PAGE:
2010Public Service

Part 6: The $24 million question

Where are the royalties?
Daniel Gilbert
December 11, 2009

In one 80-acre square in Buchanan County, a gas company sucked up 1.6 billion cubic feet of coalbed methane gas in 2½ years – enough to satisfy the heating and cooking needs of about 18,000 homes for a year.

Denny Sutherland visits one of the natural gas wells on his property near Birchleaf, Va. (David Crigger/Bristol Herald Courier)

Some of the gas in that unit – dubbed W-8 by state regulators – is the property of owners who are not getting paid for it, including Buchanan County, which owns 14 acres. The producer, CNX Gas Co., should have been making royalty payments into a state-run escrow fund for those owners.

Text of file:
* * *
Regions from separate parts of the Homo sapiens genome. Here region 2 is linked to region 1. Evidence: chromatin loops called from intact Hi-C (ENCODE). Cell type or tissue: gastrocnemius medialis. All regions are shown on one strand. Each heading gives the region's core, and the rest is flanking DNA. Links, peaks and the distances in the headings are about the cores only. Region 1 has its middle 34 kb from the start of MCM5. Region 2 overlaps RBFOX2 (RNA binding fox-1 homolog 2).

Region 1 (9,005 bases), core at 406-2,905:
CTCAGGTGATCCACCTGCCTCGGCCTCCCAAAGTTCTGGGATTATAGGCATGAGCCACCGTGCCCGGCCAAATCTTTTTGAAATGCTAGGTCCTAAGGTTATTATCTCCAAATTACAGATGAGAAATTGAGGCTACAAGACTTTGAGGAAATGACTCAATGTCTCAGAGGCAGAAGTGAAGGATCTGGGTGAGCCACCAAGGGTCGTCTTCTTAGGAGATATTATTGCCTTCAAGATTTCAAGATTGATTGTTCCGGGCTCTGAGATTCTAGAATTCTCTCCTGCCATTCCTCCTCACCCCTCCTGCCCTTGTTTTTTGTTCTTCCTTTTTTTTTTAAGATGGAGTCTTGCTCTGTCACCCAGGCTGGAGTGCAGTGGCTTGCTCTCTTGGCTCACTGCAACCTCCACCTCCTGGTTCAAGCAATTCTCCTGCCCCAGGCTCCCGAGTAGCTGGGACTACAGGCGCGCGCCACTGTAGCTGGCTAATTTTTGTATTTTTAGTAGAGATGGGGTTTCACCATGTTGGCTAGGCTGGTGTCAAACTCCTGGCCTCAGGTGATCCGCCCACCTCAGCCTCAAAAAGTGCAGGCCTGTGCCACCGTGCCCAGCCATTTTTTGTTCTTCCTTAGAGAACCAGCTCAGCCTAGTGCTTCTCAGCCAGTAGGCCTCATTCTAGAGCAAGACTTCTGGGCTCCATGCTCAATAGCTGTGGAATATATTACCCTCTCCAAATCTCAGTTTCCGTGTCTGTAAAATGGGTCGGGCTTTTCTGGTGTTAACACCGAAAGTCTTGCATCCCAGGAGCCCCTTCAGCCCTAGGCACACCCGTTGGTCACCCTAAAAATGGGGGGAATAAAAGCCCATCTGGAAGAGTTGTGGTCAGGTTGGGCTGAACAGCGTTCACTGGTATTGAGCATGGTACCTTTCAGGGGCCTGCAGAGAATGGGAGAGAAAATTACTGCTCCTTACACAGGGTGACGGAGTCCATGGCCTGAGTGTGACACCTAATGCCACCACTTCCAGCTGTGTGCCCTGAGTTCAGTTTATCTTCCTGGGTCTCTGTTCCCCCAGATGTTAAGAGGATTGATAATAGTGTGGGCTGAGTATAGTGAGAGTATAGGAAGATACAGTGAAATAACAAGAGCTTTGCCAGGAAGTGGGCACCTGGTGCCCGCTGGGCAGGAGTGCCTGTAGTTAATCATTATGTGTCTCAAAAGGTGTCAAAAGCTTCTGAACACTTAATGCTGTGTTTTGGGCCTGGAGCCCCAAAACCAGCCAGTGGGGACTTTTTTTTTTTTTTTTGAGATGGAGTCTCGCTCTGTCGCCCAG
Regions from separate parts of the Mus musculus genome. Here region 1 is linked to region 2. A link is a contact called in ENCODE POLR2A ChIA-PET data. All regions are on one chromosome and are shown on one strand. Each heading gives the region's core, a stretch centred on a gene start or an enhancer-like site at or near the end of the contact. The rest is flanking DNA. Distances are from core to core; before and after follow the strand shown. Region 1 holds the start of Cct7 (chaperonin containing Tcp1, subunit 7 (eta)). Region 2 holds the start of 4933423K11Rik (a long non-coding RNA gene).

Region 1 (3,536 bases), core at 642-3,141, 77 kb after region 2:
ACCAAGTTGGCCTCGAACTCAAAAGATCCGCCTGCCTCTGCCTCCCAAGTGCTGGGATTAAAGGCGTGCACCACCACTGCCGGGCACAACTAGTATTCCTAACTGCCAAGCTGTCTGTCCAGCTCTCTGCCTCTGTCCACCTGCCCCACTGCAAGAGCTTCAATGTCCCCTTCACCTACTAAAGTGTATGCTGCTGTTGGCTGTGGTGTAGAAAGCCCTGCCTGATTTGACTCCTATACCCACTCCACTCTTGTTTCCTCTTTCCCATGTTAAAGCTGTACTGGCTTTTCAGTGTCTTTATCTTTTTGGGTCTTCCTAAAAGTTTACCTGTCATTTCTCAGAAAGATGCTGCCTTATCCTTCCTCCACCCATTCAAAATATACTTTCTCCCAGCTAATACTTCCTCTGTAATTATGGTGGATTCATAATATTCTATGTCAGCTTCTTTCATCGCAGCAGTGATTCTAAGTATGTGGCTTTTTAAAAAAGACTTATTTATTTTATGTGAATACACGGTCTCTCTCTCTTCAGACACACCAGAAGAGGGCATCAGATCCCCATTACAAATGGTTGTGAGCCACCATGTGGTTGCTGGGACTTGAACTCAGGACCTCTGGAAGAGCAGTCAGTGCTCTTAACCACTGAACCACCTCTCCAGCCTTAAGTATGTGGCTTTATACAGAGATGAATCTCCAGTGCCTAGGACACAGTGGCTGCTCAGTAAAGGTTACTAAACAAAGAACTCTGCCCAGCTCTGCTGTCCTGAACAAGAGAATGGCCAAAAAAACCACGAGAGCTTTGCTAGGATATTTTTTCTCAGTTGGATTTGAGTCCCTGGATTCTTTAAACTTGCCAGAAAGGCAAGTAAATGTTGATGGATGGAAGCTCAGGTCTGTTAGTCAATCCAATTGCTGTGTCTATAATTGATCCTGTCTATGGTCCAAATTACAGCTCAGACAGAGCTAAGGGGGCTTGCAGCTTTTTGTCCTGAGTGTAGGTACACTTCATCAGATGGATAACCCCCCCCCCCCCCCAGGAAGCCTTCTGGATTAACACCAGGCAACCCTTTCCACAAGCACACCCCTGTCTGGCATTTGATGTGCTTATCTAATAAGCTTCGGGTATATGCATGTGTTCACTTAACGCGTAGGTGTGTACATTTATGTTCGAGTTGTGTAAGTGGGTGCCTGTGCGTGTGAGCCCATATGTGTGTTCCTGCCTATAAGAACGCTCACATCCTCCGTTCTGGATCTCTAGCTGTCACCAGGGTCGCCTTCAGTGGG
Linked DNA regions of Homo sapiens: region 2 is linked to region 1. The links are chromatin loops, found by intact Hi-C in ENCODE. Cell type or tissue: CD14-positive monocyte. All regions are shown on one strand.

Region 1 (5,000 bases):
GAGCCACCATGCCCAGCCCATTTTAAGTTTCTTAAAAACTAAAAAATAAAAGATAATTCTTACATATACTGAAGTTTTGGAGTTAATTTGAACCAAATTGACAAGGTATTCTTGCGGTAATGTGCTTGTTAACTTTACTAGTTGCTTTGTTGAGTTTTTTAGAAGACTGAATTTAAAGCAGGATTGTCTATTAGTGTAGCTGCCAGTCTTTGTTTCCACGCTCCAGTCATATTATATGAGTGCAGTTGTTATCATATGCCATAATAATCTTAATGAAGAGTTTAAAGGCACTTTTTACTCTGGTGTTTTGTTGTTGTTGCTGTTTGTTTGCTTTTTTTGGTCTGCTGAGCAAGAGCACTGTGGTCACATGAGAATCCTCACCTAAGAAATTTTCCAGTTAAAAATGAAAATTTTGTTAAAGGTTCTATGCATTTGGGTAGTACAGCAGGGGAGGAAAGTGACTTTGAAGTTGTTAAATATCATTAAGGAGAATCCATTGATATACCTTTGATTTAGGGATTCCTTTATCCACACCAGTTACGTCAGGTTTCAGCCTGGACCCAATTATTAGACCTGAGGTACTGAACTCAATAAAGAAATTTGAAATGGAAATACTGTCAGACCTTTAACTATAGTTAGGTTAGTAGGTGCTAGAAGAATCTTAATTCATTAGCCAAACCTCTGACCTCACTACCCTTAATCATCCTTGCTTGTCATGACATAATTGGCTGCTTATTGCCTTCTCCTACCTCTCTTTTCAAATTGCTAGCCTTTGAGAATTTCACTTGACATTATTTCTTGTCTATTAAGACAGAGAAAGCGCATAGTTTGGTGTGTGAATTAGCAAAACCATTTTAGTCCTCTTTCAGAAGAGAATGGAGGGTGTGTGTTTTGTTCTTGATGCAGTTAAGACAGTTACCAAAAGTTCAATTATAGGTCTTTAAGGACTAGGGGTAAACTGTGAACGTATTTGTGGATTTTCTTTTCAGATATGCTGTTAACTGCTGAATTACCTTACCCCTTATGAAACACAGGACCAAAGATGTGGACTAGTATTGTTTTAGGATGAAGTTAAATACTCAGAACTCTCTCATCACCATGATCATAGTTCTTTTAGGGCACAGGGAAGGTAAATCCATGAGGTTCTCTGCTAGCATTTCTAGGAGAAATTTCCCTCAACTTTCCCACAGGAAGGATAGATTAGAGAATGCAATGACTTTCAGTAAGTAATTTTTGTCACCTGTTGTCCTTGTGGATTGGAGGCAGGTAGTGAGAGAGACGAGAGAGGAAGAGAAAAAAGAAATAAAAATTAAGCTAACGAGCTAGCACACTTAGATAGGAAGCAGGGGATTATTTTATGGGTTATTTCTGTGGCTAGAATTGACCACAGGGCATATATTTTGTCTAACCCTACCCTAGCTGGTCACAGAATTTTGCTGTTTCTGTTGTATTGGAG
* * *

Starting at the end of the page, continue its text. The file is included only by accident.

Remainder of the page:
For 2½ years, it didn’t.

In March 2008, CNX discovered it never filed the necessary paperwork with the state Division of Gas and Oil to escrow royalties. Two months later, the company deposited more than $861,000 into the escrow sub-account for W-8, making it the largest account in the $24 million fund.

The W-8 case points to a significant regulatory gap, one in which the state agency overseeing the escrow fund didn’t notice nearly a million dollars missing from an operator for years.

The company caught its own error. But W-8, it turns out, is not an isolated case.

The Bristol Herald Courier compared monthly gas production in units like W-8 that should generate payments into escrow with actual payments into escrow from January 2008 through June 2009.
The analysis revealed that about one-third of the 750-plus active sub-accounts in escrow received no deposits for the months when the corresponding wells produced gas. Of those, nearly 100 sub-accounts received no deposits for all 18 months.